Greatness and the Call to Servant Leadership
// George DeTellis, Jr.
One summer, while working at a Christian camp, we stood around the campfire with the sun setting and the cool breezes from the north enveloping us. After sharing the vision to our new team, my wife passed out short pencils and index cards.
She asked us to write something on our card that we wanted to give to God—a gifting or a talent—whatever was on our minds. One word came to me, “greatness.” I wrote it on the card. I was struck by the word. What was I feeling? We folded up our offerings and one by one we placed them in the campfire. Greatness, why did I want to give God greatness? We all desire to be great. We can even feel a moral obligation to make something out of our lives. We donʼt want them to say of us, “He never amounted to much.” The need for accomplishment can come out of a sense of responsibility or guilt. What about you? Do you desire greatness?
There were two brothers who were Jesusʼ disciples. They desired greatness, too. So much so, that they asked Jesus if they could be the leaders to sit at the right and the left of Jesus in His kingdom. Jesus did not scold them for their desire to be great. He redefined greatness. He told them that whoever would desire to be the greatest would be the servant of all. Like Jesus, your greatness will be a reflection of your service to others. A servant leader is focused on the needs of others. A celebrity leader wants all the attention focused on him. Jesus calls us to be servant leaders.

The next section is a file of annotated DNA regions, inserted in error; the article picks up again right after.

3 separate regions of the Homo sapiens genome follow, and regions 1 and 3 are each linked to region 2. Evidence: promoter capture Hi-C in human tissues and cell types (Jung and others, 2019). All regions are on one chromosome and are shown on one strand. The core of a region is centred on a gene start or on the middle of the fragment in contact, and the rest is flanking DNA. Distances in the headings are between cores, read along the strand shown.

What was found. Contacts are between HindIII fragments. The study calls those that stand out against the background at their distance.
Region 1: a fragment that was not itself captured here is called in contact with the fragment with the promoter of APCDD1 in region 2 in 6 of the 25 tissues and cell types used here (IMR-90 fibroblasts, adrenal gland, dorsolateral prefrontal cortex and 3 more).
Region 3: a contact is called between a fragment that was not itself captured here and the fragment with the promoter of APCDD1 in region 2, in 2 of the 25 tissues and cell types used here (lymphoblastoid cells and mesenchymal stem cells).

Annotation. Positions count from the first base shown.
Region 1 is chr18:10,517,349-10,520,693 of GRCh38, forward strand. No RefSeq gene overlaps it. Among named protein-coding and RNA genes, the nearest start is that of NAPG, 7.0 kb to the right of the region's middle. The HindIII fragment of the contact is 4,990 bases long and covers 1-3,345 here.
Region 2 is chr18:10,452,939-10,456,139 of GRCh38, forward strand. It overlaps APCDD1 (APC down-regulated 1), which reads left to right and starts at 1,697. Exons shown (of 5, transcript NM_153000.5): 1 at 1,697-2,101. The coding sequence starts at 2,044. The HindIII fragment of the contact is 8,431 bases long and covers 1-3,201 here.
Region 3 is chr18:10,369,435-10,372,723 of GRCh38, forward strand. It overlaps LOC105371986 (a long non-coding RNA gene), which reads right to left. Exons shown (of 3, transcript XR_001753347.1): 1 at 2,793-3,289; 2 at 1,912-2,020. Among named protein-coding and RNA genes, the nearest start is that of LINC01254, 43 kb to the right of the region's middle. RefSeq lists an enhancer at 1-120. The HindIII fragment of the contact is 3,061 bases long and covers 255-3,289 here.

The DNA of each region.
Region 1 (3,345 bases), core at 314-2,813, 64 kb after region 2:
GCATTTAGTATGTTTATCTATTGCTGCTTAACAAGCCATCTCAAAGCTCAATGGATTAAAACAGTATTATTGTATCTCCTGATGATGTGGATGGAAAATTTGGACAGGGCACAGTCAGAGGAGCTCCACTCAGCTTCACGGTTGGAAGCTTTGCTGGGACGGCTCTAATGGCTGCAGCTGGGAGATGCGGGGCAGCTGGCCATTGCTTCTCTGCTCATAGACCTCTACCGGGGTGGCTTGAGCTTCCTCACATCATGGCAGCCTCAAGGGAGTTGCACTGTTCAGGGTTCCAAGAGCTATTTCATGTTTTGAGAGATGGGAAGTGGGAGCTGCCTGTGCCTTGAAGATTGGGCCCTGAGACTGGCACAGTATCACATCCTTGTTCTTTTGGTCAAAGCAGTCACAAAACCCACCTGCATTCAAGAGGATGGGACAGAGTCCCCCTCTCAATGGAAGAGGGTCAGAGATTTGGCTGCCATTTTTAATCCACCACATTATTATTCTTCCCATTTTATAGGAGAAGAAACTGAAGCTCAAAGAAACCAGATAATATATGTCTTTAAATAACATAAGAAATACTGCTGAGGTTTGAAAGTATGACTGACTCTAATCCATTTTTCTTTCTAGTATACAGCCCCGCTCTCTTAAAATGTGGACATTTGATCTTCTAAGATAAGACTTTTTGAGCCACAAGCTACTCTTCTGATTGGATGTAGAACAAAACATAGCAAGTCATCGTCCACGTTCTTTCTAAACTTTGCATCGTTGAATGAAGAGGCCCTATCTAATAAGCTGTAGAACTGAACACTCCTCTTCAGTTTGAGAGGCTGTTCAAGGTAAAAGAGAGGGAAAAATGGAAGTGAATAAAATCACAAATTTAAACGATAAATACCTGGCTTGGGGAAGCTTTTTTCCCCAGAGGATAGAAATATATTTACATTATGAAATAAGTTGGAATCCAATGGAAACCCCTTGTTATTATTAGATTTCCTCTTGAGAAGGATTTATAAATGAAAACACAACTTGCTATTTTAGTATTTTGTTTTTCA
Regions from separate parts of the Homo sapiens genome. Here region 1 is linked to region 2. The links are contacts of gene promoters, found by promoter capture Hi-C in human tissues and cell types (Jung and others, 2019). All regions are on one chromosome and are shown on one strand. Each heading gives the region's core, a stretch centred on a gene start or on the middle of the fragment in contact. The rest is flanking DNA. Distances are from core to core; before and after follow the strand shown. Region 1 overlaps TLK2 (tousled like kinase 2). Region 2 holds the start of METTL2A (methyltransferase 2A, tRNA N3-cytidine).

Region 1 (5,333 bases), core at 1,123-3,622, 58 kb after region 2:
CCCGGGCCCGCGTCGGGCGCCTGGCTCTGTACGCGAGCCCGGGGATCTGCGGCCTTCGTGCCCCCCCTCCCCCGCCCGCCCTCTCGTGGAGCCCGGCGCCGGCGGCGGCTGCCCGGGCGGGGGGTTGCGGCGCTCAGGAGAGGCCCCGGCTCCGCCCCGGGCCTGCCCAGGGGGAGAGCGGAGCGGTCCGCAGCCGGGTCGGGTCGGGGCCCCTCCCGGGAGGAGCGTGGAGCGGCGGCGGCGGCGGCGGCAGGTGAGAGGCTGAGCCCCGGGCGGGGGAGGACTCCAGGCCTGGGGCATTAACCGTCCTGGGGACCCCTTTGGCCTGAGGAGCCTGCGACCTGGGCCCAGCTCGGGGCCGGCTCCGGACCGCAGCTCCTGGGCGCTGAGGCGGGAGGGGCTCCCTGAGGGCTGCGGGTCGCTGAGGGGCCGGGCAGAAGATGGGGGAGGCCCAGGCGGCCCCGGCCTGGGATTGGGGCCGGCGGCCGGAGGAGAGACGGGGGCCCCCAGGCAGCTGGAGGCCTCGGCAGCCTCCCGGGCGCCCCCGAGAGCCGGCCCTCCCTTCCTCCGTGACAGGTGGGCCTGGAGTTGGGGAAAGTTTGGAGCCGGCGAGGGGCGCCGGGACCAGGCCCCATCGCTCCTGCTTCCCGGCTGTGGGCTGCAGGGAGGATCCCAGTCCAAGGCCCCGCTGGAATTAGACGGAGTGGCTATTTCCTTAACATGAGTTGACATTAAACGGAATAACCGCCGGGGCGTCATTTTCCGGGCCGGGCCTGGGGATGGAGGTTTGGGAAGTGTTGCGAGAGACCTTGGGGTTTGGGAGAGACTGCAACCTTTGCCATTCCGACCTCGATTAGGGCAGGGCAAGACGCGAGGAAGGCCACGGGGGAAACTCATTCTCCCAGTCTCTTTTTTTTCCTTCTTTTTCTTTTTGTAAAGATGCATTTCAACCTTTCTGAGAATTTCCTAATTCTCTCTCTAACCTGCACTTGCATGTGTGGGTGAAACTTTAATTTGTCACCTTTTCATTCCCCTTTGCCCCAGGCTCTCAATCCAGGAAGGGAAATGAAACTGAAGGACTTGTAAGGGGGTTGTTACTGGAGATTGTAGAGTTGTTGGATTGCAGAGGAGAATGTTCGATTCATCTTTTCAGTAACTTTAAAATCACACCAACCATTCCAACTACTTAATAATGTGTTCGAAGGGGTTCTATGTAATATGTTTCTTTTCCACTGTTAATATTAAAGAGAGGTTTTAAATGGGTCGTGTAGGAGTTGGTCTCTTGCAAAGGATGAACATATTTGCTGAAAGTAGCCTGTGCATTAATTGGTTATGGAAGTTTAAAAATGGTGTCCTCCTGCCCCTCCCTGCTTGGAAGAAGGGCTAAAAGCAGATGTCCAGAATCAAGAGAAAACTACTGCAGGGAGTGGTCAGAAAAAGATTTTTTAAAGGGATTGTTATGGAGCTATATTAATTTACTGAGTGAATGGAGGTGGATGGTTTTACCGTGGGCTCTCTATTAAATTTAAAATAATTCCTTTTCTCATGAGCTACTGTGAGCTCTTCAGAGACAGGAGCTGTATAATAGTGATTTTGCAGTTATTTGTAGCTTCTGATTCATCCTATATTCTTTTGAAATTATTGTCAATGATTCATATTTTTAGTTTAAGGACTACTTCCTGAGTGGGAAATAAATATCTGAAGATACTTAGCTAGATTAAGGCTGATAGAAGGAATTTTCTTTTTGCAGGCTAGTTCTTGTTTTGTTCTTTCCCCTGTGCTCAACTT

It was a wet summer that year at camp. We were having rain every day. The third week (on Wednesday) the director of our counselor-in-training program quit. She was swamped emotionally. I could see the morale of our team starting to tip like a canoe. I knew I had to do something fast. I decided that I needed to surprise the team with breakfast in the morning. That night, I went to Samʼs Club and bought a carload of food. Late into the night, I started prepping for French toast, scrambled eggs, and blueberry pancakes. In the morning I picked up Steve, my maintenance man, at 5am and we started cooking sausages on the outdoor grills and roasting bacon in the oven. Smoke overtook the kitchen from the old gas ovens and smoke detectors started beeping. My wife arrived at 7am with an electric skillet and rescued us by making the scrambled eggs. In the chapel where we held our staff meetings, I put up a big sign: Staff meeting this morning in dining hall. When the staff arrived, there was a surprise feast waiting for them. After breakfast, I gathered everyone around in a circle. “I know the weather has been difficult lately, but I want you to know that I appreciate you,” I said. It was a breakthrough moment. We were all in this together. We were going to make it. The next day, a sixteen-year-old counselor said to me, “What you did yesterday for the team, that was great! I want to do something like that. Would it be okay if I bought pizzas for lunch today for all the children in my group?” “Sounds great, Joshua!” I said. ~George DeTellis, Jr.